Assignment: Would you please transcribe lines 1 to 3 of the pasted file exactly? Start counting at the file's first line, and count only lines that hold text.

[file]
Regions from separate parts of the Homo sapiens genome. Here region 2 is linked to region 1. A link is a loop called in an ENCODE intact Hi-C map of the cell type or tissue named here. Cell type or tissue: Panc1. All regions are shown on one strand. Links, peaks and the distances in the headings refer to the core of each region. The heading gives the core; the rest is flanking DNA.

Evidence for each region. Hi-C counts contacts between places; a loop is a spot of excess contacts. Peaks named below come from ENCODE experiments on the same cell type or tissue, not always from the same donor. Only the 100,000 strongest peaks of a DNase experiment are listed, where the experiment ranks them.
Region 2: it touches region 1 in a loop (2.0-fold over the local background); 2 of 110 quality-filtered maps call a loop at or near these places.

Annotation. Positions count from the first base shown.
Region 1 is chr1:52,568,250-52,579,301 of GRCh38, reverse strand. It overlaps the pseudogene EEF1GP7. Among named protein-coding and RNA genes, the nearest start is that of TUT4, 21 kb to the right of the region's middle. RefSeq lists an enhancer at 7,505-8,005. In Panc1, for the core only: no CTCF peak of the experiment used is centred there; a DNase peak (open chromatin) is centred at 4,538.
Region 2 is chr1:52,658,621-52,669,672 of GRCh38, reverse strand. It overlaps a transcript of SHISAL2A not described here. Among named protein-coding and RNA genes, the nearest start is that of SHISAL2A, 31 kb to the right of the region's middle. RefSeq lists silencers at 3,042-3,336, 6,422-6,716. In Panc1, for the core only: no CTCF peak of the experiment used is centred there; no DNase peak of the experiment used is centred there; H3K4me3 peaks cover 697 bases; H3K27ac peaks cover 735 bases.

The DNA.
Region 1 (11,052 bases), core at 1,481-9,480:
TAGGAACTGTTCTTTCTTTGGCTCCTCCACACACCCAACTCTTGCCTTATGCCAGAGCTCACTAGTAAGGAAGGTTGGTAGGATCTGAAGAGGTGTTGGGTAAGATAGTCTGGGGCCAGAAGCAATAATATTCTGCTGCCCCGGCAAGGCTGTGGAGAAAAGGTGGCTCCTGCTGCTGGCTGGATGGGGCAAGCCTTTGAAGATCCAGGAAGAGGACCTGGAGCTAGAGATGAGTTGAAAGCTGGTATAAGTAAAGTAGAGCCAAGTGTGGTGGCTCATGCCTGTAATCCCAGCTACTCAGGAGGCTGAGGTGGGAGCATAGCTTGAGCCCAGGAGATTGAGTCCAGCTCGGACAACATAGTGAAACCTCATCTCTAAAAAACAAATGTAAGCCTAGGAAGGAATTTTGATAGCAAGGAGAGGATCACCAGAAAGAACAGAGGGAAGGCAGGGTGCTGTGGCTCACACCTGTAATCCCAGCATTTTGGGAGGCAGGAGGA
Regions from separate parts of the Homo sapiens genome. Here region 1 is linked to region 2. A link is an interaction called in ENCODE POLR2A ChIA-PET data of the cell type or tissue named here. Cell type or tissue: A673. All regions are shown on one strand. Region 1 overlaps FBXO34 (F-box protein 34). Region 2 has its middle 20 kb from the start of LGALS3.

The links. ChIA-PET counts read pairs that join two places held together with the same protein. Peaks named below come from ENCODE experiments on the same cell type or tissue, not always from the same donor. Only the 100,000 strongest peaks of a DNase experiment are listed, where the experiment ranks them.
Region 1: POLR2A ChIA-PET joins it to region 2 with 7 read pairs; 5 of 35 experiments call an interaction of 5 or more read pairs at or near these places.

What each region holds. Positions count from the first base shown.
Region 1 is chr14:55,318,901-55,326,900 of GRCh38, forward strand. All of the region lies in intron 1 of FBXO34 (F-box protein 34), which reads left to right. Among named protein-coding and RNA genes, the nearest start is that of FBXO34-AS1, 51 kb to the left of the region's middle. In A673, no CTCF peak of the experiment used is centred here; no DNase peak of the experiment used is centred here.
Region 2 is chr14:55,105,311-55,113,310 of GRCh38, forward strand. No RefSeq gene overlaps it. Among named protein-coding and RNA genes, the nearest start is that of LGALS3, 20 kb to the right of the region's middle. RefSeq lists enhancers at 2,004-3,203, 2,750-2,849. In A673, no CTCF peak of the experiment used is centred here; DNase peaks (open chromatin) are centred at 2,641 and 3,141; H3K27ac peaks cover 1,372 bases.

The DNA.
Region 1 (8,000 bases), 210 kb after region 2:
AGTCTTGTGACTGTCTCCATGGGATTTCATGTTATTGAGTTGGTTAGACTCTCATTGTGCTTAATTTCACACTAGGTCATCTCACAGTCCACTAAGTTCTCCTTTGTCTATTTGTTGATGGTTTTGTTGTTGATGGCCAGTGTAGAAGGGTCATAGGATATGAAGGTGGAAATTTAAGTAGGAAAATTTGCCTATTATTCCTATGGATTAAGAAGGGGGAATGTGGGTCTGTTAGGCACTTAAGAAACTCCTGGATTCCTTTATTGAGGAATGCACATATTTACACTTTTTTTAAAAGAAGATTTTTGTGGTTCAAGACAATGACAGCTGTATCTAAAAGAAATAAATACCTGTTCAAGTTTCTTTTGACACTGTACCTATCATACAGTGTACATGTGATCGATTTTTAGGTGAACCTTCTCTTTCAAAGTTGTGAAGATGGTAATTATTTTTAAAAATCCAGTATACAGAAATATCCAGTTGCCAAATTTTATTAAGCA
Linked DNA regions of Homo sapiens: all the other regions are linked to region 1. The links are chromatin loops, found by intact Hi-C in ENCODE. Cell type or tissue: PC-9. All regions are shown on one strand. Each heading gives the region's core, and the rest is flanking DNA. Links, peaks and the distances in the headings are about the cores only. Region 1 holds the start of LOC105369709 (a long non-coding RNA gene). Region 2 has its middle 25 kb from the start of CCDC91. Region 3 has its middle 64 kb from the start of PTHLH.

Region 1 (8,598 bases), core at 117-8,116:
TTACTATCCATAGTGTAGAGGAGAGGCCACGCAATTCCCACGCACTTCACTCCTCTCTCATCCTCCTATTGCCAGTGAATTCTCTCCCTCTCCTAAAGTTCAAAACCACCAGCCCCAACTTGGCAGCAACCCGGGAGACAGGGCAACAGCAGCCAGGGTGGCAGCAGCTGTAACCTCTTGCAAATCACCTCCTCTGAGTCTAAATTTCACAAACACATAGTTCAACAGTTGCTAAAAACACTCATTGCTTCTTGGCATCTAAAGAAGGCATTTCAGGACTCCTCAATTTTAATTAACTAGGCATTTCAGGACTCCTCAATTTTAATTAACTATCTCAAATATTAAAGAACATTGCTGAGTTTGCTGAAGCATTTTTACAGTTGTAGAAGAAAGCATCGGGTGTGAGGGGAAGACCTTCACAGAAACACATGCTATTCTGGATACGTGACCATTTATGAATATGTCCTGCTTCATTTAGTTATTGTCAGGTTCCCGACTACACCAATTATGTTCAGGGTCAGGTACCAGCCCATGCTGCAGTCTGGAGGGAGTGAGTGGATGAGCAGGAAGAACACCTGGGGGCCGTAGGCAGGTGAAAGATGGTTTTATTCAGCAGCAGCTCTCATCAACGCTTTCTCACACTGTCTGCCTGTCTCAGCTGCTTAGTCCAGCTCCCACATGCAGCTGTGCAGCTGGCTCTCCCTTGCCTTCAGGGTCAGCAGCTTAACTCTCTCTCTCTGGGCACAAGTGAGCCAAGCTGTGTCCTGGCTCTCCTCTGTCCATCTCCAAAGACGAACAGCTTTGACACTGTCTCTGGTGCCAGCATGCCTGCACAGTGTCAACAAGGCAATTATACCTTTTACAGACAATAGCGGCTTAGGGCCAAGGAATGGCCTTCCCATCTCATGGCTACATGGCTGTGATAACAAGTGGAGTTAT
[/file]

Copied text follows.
Regions from separate parts of the Homo sapiens genome. Here region 2 is linked to region 1. A link is a loop called in an ENCODE intact Hi-C map of the cell type or tissue named here. Cell type or tissue: Panc1. All regions are shown on one strand. Links, peaks and the distances in the headings refer to the core of each region. The heading gives the core; the rest is flanking DNA.

Evidence for each region. Hi-C counts contacts between places; a loop is a spot of excess contacts. Peaks named below come from ENCODE experiments on the same cell type or tissue, not always from the same donor. Only the 100,000 strongest peaks of a DNase experiment are listed, where the experiment ranks them.
Region 2: it touches region 1 in a loop (2.0-fold over the local background); 2 of 110 quality-filtered maps call a loop at or near these places.